Dulce de Leche is sweetened condensed milk which has been caramelized in its own can. Usually simmered for up to three hours, the pressure cooker can do it in just 15 minutes- plus a wholly unsupervised overnight natural release.
Although we usually stay away from cans and packets on this website dulce de leche is the exception to every rule! I had already detailed my procedure for pressure cooking condensed milk in a foodie forum, about a year ago but figured it was time to share the mysteries and caveats of pressure cooking a can to all.
Now that dulce de leche is so easy to make, you’ll be looking for lots of ways to use it. It can be…
- Spread it on toast, bread or crackers as you would a fruit jam
- Mix it into your coffee or tea
- Drizzle it on ice-cream
- Spread it on top of a Cheese Cake
- Dribble it on Muffins
- Dip Banana Slices into it
- Make a Banoffie Pie
- Fill pastries or tarts
- Flavor flans, carmels and Brulee’s -any custard
- Coat the pan for making chocoflan
- Make Ice Cream
- Substitute caramelized sugar in a flan
How will you use it? Leave your answer at the bottom of the post!
A few safety considerations when pressure cooking a can or other sealed container:
|Pressure Cooker||Accessories||Pr. Cook Time||Pr. Level||Open|
|5 L or larger||steamer basket||15-20 min.||High(2)|| Natural
- one 8-10oz (300-400ml) can Sweetened Condensed Milk
- water to cover
- Prepare the pressure cooker by adding the trivet and steamer basket. Place the can on the steamer basket, being careful that it does not touch the sides or base of the pressure cooker. Do not skip this step. The can not
- be in direct contact with the super-heated base or sides of the pressure cooker.
- Fill the pressure cooker with enough water to cover the can. Put the can on its side to make sure it is fully submerged while not exceeding the "maximum capacity" of the pressure cooker
- Close the lid and set the valve to pressure cooking position.
- Electric pressure cookers: Cook for 15 minutes at high pressure.
Stovetop pressure cookers: Lock the lid and cook for 20 minutes at high pressure.When time is up, open the pressure cooker with the Natural release method - move the cooker off the burner and wait for the pressure to come down on its own. For electric pressure cookers, disengage the “keep warm” mode or unplug the cooker to initiate the natural release.
- When the pressure cooker unlocks, do not remove the lid. Delicately set the pressure cooker aside and let it cool overnight - do not remove the can from the cooker or attempt to open it while it is warm.
- The next day, when completely cool, the can can be stored as-is or opened to used in your favorite recipe. Transfer to a plastic container and freeze any un-used portion for up to three months.
- If the dulce de leche is too stiff, simply warm the desired amount in a small pan with a spoon or two of milk to soften it to the desired consistency.
Yeilds 1 can
Note: Should the can of condensed milk be larger than the pressure cooker, come in a tube, or be home-made, the contents can be poured into a glass jar suitable for pressure canning. The procedure is almost the same except that the water in the cooker should reach the level of the contents of the jar (you will not be able to submerge it because of the air in the jar). Do not store as-is. Refrigerate or transfer to a plastic container to freeze until ready to use.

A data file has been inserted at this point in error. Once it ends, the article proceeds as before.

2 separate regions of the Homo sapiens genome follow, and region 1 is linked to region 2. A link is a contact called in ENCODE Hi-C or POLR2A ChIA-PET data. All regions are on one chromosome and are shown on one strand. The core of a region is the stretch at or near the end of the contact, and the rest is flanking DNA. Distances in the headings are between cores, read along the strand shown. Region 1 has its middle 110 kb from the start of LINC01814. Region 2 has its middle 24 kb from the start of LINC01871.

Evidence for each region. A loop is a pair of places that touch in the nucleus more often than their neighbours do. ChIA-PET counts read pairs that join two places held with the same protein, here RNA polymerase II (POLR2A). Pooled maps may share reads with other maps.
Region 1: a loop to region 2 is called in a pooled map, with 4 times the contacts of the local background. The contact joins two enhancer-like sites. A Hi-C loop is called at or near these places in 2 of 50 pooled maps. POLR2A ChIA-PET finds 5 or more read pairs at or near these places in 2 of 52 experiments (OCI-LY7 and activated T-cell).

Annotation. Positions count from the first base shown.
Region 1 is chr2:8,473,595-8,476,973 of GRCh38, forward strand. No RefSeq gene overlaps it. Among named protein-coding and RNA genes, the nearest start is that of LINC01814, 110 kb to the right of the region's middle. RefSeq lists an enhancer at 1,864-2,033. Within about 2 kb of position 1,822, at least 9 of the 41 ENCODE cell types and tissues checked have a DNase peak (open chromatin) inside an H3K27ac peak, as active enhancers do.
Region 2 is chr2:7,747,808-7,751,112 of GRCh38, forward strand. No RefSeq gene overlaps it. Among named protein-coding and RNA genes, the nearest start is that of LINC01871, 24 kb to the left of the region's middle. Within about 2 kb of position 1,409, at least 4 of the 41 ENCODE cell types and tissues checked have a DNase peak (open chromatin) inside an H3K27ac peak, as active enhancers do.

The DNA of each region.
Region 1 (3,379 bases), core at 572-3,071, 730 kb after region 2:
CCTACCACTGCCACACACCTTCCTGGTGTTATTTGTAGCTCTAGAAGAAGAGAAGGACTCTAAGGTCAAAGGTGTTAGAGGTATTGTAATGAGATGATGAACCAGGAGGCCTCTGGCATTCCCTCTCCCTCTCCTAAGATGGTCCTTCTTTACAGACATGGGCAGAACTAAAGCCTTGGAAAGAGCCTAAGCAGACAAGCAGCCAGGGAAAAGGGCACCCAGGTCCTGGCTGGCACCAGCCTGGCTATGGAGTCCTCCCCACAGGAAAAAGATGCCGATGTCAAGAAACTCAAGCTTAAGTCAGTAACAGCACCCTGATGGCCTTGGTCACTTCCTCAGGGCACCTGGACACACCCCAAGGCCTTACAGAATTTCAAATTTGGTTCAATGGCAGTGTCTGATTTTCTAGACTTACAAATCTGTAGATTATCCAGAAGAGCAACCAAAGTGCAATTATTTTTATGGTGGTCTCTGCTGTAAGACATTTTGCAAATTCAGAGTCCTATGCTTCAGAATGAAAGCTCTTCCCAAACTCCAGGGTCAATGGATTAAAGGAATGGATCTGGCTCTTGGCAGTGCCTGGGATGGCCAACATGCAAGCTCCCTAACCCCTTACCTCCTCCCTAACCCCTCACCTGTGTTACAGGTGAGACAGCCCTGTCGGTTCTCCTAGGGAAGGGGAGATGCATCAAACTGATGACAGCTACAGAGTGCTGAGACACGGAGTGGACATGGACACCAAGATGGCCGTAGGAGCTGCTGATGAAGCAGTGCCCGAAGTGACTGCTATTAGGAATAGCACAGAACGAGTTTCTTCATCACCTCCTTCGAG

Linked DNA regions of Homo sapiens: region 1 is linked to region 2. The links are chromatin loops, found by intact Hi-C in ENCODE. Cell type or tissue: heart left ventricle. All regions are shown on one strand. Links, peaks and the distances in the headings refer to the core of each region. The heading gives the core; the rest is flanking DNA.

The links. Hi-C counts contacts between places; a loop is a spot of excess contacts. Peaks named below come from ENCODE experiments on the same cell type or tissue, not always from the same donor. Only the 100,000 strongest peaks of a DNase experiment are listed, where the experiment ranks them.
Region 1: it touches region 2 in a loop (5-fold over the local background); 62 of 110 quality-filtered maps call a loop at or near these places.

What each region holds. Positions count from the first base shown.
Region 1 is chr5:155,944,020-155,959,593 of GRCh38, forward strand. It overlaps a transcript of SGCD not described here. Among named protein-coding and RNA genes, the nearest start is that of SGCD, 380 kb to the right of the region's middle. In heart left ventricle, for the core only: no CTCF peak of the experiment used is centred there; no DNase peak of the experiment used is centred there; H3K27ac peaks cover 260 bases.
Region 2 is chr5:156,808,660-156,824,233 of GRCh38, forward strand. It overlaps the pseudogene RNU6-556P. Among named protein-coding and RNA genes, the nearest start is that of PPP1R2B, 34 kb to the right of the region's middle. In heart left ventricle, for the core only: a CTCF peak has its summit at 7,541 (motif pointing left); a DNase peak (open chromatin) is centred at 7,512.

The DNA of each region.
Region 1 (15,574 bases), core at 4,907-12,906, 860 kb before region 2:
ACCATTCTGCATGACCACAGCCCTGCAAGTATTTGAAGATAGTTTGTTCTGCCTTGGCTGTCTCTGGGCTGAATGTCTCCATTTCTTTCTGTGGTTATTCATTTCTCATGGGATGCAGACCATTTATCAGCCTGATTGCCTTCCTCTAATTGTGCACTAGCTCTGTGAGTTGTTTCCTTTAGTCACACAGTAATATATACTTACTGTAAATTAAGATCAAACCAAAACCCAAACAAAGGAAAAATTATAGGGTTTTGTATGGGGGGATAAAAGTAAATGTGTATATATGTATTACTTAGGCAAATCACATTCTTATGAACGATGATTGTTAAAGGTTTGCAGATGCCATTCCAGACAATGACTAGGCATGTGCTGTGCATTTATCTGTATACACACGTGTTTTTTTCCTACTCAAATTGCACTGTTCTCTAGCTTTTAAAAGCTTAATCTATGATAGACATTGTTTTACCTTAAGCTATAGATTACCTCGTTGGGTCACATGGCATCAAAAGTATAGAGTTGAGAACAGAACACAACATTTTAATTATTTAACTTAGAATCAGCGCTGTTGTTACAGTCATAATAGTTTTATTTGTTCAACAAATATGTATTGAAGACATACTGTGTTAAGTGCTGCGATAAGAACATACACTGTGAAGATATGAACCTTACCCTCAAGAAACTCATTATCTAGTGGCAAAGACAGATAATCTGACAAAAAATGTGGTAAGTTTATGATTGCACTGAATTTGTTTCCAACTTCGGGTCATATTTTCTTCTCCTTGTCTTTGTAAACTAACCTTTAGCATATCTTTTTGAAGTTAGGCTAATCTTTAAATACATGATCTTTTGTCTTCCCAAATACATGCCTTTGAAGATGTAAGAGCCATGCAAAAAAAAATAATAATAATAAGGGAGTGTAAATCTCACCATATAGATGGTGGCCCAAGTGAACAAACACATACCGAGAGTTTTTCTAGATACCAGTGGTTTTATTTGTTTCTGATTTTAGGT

Follow the rest of the procedure and precautions as written.
I finally got around to trying this recipe out. Unfortunately, it was very late and I was super tired, and I neglected to turn off the keep warm function, and when I got up, the pot was still on. I turned it off immediately of course, but I’m not sure how long that means the pot was keeping it warm. It had been 6 hours and some minutes since the cooking cycle was done.
Have you heard of anyone doing this before? Do you think if I let the whole thing cool down completely now, the cans will be usable?
I think the only way to find out is to let the can cool and open. The “keep-warm” would essentially keep cooking it so…. no way to know what happened until you open the can.
Come back to post a pic of what you find!
I suspected you’d say that, but I hoped you or one of your readers had experienced this. I will definitely let you know.
Shouldn’t be a problem. There is no risk of spoilage since the can remained vacuum sealed. In terms of texture, the Keep Warm temperature for the Instant Pot is 145F-172F, which shouldn’t affect milk or sugar, the main ingredients in sweetened condensed milk. Milk doesn’t curdle until about 175F and sugar doesn’t caramelize until about 240F. Both those temperatures were already reached during the cooking process, so the contents had already curdled and caramelized. The lower Keep Warm temperature has no effect as far as I know.
BTW, some pressure cookers limit their Keep Warm function to about 2 hours (the Instant Pot’s automatic limit is 10 hrs but you can manually set it to 99 hrs 50 mins). Maybe your pressure cooker automatically turned off by the time you checked.
I was so happy to see this post! My mother used to make this when I was a child. We put it on toast. Recently, I’ve been making it on the stove in a pot of low boil water for 2-3 hrs. I dip cut up fruit in it as I am on weight watchers. I will definitely try making it in my instant pot now. Thank you!
Weight Watchers allows Dulce de Leche?! Wow, I’m surprised given the high sugar contents and added fat for creaminess (usually cream or oil). I guess Weight Watchers is not as restrictive as it used to be. Good luck!
has anyone tried to actually make the Sweetened condensed milk in the instantpot? Here are the regular instructions…
4 cups (32 oz.) whole milk
3/4 cup (6 oz.) heavy cream
1 cup (7 oz.) granulated sugar
1/8 tsp. kosher salt
Combine the milk, cream, sugar, and salt in a 5-quart stainless-steel saucepan. Place over medium heat, stirring occasionally with a heat-resistant spatula, until the milk begins to simmer, about 12 minutes. Continue cooking, scraping continuously to prevent a milky buildup from forming around the sides of the pan, 30 to 45 minutes. When the thickened milk begins to foam, it’s almost done. Keep simmering
and stirring until the foam subsides and the milk has condensed to exactly 2 cups or 19 oz
You couldn’t/shouldn’t make condensed milk in most pressure cookers for many reasons (with exception being the temperature-adjustable Bluetooth Instant Pot).
1) There is no advantage to pressure cooking it. The main advantage to pressure cooking is the higher temperatures, around 250°F at 15psi, or 230°F-ish at the 10psi used by most electric models. That’s about 20-40°F higher (with water-based recipes) than what you can achieve at normal atmospheric pressure. That’s great for cooking most meats but you certainly don’t want to cook milk at 250°F. In fact, you don’t even want to boil milk at 212°F for extended periods.
2) If you want to pressure cook, the lid must be on. That means you can’t stir, scrape or monitor the milk. All are crucial when cooking with milk as the main ingredient.